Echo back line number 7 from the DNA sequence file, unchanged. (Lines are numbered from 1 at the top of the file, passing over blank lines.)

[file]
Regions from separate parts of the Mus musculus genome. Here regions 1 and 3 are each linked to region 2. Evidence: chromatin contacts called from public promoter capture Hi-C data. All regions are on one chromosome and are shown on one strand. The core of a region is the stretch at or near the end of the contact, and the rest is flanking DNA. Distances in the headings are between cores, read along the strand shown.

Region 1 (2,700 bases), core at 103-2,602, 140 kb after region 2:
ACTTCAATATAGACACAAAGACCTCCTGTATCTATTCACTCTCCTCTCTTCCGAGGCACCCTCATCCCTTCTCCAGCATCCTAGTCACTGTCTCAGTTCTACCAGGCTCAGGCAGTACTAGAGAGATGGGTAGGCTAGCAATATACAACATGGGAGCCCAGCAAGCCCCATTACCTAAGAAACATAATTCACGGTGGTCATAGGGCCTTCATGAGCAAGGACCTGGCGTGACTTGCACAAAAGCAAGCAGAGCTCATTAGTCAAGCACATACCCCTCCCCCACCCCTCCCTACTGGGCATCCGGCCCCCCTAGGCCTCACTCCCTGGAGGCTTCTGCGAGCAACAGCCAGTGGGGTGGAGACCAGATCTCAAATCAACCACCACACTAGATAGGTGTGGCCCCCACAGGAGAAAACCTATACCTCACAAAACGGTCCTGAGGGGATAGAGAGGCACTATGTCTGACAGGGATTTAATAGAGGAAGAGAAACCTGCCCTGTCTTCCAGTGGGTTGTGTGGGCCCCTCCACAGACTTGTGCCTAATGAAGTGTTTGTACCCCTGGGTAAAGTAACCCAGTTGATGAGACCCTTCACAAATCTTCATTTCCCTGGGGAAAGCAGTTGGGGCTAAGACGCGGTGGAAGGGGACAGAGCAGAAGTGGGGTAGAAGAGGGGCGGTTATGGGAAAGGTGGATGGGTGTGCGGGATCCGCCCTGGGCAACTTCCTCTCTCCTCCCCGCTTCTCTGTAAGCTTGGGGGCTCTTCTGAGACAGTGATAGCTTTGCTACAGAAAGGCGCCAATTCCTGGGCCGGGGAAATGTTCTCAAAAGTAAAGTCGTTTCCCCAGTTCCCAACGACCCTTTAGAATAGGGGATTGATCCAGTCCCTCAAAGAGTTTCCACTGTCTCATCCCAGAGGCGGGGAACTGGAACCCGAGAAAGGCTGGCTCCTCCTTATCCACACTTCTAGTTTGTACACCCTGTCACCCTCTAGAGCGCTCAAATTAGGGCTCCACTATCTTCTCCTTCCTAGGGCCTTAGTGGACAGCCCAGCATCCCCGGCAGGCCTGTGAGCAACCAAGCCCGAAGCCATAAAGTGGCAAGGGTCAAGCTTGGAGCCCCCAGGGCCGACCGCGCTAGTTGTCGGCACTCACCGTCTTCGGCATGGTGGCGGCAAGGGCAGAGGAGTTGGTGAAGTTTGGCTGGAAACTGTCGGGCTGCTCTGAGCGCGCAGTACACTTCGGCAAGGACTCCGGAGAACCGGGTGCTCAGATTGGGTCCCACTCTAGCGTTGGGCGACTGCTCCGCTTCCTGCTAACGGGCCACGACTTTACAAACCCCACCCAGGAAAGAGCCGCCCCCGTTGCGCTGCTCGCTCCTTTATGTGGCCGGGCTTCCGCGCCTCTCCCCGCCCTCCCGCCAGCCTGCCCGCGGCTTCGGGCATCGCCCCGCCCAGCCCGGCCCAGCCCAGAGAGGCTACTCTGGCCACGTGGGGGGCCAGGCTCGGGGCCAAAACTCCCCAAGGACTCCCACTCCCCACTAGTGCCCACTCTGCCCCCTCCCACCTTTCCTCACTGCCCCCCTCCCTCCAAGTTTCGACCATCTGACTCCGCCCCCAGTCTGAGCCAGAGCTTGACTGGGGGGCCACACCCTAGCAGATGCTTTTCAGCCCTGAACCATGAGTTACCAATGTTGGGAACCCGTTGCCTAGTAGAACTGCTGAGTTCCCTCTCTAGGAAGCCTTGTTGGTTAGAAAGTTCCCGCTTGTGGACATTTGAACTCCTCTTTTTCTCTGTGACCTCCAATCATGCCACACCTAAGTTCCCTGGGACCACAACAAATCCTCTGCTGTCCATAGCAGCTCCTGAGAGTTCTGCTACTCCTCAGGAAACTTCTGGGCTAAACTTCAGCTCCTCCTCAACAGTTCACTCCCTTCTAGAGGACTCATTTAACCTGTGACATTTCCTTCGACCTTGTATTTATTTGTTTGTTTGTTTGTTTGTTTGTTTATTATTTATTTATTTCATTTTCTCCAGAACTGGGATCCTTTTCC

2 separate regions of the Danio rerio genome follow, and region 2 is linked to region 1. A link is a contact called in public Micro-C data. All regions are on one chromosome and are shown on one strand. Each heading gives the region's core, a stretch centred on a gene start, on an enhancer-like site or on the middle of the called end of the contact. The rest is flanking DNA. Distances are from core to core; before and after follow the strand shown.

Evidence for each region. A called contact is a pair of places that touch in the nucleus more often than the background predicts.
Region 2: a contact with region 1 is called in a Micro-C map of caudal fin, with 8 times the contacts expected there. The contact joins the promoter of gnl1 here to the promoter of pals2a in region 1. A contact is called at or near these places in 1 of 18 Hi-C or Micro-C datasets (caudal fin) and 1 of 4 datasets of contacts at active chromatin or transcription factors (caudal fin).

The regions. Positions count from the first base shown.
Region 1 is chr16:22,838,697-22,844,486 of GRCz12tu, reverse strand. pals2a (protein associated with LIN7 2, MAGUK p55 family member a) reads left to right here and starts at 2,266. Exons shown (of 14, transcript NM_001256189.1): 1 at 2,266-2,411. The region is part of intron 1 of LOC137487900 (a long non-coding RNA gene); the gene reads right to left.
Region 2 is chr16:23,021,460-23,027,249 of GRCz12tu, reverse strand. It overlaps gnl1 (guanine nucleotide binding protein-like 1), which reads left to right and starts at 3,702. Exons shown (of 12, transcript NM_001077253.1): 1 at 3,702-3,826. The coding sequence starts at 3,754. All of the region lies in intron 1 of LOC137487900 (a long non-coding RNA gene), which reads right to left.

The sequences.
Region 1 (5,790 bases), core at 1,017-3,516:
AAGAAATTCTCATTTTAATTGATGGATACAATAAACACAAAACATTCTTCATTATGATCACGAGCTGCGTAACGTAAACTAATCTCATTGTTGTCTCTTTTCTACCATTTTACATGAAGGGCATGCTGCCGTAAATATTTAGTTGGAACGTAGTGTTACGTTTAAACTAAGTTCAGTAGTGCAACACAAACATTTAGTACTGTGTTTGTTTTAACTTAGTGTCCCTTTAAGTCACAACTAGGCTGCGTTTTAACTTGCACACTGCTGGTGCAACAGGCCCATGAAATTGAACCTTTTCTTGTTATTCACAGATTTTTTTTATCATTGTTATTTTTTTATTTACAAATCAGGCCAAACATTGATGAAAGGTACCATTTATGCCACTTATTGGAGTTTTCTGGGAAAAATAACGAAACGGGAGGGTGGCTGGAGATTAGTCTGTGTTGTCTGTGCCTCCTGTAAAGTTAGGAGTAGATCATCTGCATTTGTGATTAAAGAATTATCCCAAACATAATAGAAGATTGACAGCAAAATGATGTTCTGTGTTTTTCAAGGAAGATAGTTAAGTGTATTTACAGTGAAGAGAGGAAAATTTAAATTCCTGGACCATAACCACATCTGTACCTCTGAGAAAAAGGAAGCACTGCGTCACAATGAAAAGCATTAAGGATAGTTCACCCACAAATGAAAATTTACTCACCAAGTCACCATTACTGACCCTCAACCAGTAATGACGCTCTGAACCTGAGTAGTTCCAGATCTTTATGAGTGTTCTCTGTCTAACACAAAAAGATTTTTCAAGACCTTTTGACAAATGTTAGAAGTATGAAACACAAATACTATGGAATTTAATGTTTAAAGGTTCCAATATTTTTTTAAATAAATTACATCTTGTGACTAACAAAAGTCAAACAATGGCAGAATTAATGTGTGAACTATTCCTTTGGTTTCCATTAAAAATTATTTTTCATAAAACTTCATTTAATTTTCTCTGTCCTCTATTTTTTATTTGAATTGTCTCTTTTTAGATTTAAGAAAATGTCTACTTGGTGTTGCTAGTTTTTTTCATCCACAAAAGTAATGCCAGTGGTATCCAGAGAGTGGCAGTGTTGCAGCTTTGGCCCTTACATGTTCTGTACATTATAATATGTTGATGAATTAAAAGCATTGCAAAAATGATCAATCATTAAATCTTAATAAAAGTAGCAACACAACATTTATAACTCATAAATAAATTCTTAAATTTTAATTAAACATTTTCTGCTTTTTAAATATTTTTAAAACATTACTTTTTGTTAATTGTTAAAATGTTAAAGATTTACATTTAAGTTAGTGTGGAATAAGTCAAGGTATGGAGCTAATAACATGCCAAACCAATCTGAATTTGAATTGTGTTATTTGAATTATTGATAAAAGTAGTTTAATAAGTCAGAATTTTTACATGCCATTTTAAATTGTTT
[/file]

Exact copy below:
The regions. Positions count from the first base shown.